Hull condition monitoring

We have been working with the construction of an emulator for the fatigue rate of a ship, given its physical characteristics and operating history, including environmental and weather data. The emulator is compared to calculations from a complex physical model run by DNV-GL. The aim is to be able to use the emulator as a fast and precise supplement to the full model. First analyses comparing results from the physical model and the emulator show that the correspondence is adequate in most conditions. Also in connection to hull condition monitoring, we have collected sensor data on bending moments from several vessels together with their history. The aim is to evaluate the precision of an existing physical model for these quantities. First analyses comparing sensed bending and calculated bending for the same ships show that the correspondence is satisfactory in certain conditions, but not always.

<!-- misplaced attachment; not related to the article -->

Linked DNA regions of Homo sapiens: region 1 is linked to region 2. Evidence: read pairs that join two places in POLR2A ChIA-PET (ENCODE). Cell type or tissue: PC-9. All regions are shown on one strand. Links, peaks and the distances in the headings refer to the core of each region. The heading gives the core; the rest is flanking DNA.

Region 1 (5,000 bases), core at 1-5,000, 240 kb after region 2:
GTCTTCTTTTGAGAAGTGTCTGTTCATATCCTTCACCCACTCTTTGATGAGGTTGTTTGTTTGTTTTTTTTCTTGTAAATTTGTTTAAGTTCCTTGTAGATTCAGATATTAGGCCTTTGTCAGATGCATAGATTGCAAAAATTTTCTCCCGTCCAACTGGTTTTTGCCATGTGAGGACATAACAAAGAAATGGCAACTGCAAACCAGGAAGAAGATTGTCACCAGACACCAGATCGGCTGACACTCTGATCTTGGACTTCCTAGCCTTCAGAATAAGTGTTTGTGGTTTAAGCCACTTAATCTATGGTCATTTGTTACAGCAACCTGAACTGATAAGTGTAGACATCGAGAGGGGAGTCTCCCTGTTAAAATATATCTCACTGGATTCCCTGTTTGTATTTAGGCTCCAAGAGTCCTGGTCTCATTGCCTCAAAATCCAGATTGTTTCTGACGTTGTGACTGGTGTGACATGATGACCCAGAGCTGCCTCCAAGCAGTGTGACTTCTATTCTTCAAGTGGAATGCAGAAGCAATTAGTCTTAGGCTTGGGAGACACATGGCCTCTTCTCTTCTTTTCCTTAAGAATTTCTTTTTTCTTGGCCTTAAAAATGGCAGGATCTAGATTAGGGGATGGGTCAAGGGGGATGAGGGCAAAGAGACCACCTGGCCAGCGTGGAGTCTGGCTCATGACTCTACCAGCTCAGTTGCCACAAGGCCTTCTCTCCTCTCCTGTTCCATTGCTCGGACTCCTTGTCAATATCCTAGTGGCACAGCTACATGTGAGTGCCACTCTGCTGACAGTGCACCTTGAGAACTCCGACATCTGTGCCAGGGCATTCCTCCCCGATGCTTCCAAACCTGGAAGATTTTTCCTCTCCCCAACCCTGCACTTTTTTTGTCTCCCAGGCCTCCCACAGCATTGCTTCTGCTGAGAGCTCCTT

Surprise detection for a motor cooling system

We study situations where interest lies in a multivariate response variable to be monitored in time and prone to anomalies which can be related to a set of covariate time series. Regression methods allow studying the residuals and investigating surprises appearing in these residuals. This approach has been applied to the case of a motor cooling system with good results. We are transferring the method to the partner.

Principal Investigator  Prof. Ingrid Glad, UiO

Principal Investigator
Prof. Ingrid Glad, UiO

co-Principal Investigator Magne Aldrin, NR

co-Principal Investigator
Magne Aldrin, NR